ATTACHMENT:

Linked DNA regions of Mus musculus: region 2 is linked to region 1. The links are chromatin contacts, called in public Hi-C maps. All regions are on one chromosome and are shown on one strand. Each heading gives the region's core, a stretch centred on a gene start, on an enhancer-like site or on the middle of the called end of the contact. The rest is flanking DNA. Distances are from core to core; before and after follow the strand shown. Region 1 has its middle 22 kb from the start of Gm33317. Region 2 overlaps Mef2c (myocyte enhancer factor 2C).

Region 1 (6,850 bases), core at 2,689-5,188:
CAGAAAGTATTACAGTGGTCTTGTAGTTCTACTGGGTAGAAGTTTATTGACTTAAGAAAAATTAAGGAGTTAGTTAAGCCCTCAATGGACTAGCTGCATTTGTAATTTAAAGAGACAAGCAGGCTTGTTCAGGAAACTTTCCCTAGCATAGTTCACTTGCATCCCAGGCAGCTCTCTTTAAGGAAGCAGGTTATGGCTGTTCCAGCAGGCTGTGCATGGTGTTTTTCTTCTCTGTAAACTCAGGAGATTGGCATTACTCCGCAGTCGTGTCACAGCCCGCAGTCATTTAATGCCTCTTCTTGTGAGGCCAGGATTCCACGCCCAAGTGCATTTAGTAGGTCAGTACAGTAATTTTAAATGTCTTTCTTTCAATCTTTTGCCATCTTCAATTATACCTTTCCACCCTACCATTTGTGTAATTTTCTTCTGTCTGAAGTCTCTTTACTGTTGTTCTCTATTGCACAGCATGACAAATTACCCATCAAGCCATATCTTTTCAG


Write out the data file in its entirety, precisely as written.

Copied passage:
Linked DNA regions of Mus musculus: region 2 is linked to region 1. The links are chromatin contacts, called in public Hi-C maps. All regions are on one chromosome and are shown on one strand. Each heading gives the region's core, a stretch centred on a gene start, on an enhancer-like site or on the middle of the called end of the contact. The rest is flanking DNA. Distances are from core to core; before and after follow the strand shown. Region 1 has its middle 22 kb from the start of Gm33317. Region 2 overlaps Mef2c (myocyte enhancer factor 2C).

Region 1 (6,850 bases), core at 2,689-5,188:
CAGAAAGTATTACAGTGGTCTTGTAGTTCTACTGGGTAGAAGTTTATTGACTTAAGAAAAATTAAGGAGTTAGTTAAGCCCTCAATGGACTAGCTGCATTTGTAATTTAAAGAGACAAGCAGGCTTGTTCAGGAAACTTTCCCTAGCATAGTTCACTTGCATCCCAGGCAGCTCTCTTTAAGGAAGCAGGTTATGGCTGTTCCAGCAGGCTGTGCATGGTGTTTTTCTTCTCTGTAAACTCAGGAGATTGGCATTACTCCGCAGTCGTGTCACAGCCCGCAGTCATTTAATGCCTCTTCTTGTGAGGCCAGGATTCCACGCCCAAGTGCATTTAGTAGGTCAGTACAGTAATTTTAAATGTCTTTCTTTCAATCTTTTGCCATCTTCAATTATACCTTTCCACCCTACCATTTGTGTAATTTTCTTCTGTCTGAAGTCTCTTTACTGTTGTTCTCTATTGCACAGCATGACAAATTACCCATCAAGCCATATCTTTTCAG